1. What level of return on equity is average for a company in the telecommunications ...

    The telecommunications sector encompasses a wide variety of companies operating in different industries such as wireless ... Read Full Answer >>
  2. Why should management teams focus more on horizontal integration?

    Management teams should focus more on horizontal integrations because they allow for economies of scale, economies of scope, ... Read Full Answer >>
  3. What are the benefits of investing in a money market fund?

    The U.S. Department of Justice, or DOJ, and the Federal Trade Commission, or FTC, use the Herfindahl-Hirschman Index, or ... Read Full Answer >>
  4. What is the difference between a mutual fund and money market fund?

    The Herfindahl-Hirschman index can be used to determine competitive balance in sports. Competitive balance is desired in ... Read Full Answer >>
  5. What is the difference between a money market fund and a savings account?

    The primary advantages of the Herfindahl-Hirschman Index (HHI) are the simplicity of the calculation necessary to determine ... Read Full Answer >>
  6. What is the purpose of the Herfindahl-Hirschman Index?

    The Herfindahl-Hirschman Index (HHI) evaluates the concentration of a firm in a market. It is used by the government to ... Read Full Answer >>
  7. What is the difference between a capitalist system and a free market system?

    A capitalist system and a free market system are economic environments where supply and demand are the main factors of price ... Read Full Answer >>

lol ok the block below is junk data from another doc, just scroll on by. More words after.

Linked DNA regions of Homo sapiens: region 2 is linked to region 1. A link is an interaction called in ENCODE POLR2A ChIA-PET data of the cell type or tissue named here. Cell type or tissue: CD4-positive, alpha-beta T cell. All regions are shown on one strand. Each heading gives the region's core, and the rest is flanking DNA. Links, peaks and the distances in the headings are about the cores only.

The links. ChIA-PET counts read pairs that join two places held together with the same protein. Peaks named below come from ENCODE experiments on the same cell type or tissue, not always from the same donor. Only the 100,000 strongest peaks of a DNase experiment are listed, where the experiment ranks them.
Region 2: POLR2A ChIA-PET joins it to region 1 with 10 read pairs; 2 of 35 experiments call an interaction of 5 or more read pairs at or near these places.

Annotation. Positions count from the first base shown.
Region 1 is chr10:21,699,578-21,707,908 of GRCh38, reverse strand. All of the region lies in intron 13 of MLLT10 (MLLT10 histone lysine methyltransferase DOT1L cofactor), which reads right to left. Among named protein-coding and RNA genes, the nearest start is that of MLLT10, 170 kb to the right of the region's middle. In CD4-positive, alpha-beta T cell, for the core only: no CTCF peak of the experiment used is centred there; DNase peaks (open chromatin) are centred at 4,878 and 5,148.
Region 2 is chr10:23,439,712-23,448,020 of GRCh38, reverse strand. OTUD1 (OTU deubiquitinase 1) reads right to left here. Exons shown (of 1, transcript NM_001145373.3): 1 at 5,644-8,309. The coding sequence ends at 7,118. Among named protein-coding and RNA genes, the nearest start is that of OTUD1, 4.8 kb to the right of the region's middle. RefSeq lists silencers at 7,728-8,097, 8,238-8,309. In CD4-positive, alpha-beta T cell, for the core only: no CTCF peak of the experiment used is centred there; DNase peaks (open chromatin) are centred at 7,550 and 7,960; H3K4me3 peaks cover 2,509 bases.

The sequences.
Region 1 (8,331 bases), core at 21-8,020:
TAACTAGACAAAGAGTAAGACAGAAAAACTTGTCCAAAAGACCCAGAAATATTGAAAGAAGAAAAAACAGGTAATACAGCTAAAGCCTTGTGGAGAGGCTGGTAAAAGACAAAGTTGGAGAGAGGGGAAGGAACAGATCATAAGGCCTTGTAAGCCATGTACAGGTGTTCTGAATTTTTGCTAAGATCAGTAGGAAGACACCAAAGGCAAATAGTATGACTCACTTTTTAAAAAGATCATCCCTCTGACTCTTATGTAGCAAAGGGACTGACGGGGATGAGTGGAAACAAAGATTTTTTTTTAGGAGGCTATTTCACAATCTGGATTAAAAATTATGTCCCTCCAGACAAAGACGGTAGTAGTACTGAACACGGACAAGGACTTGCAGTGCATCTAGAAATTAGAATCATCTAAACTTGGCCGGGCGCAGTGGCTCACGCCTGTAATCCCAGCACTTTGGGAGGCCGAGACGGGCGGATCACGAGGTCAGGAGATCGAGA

8. What factors influence competition in microeconomics?

    From a microeconomics perspective, competition can be influenced by five basic factors: product features, the number of sellers, ... Read Full Answer >>
  9. How does government regulation impact the aerospace sector?

    The aerospace sector, primarily including companies operating airlines as well as aircraft manufacturers, is heavily regulated ... Read Full Answer >>
  10. What do high economic profits in a given industry suggest about that industry?

    High economic profits suggest the industry is new and ripe for disruption or has high barriers to entry. Any time a firm ... Read Full Answer >>
  11. Do the laws of supply and demand ever not apply to markets?

    While the laws of supply and demand act as a general guide to free markets, they are not the sole factors that affect conditions ... Read Full Answer >>
  12. What burst the Mississippi bubble?

    In 1715, France was essentially insolvent as a nation. Even though taxes were raised to extremely high levels, the hole ... Read Full Answer >>
  13. How did Dow Chemical defeat an international monopoly in the 1900s?

    Herbert Henry Dow, a Canadian by birth, was a remarkable man. A chemist and an entrepreneur, Dow was one of the first people ... Read Full Answer >>

You May Also Like

Hot Definitions
  1. Gross Profit

    A company's total revenue (equivalent to total sales) minus the cost of goods sold. Gross profit is the profit a company ...
  2. Revenue

    The amount of money that a company actually receives during a specific period, including discounts and deductions for returned ...
  3. Normal Profit

    An economic condition occurring when the difference between a firm’s total revenue and total cost is equal to zero.
  4. Operating Cost

    Expenses associated with the maintenance and administration of a business on a day-to-day basis.
  5. Cost Of Funds

    The interest rate paid by financial institutions for the funds that they deploy in their business. The cost of funds is one ...
  6. Cost Accounting

    A type of accounting process that aims to capture a company's costs of production by assessing the input costs of each step ...
Trading Center
You are using adblocking software

Want access to all of Investopedia? Add us to your “whitelist”
so you'll never miss a feature!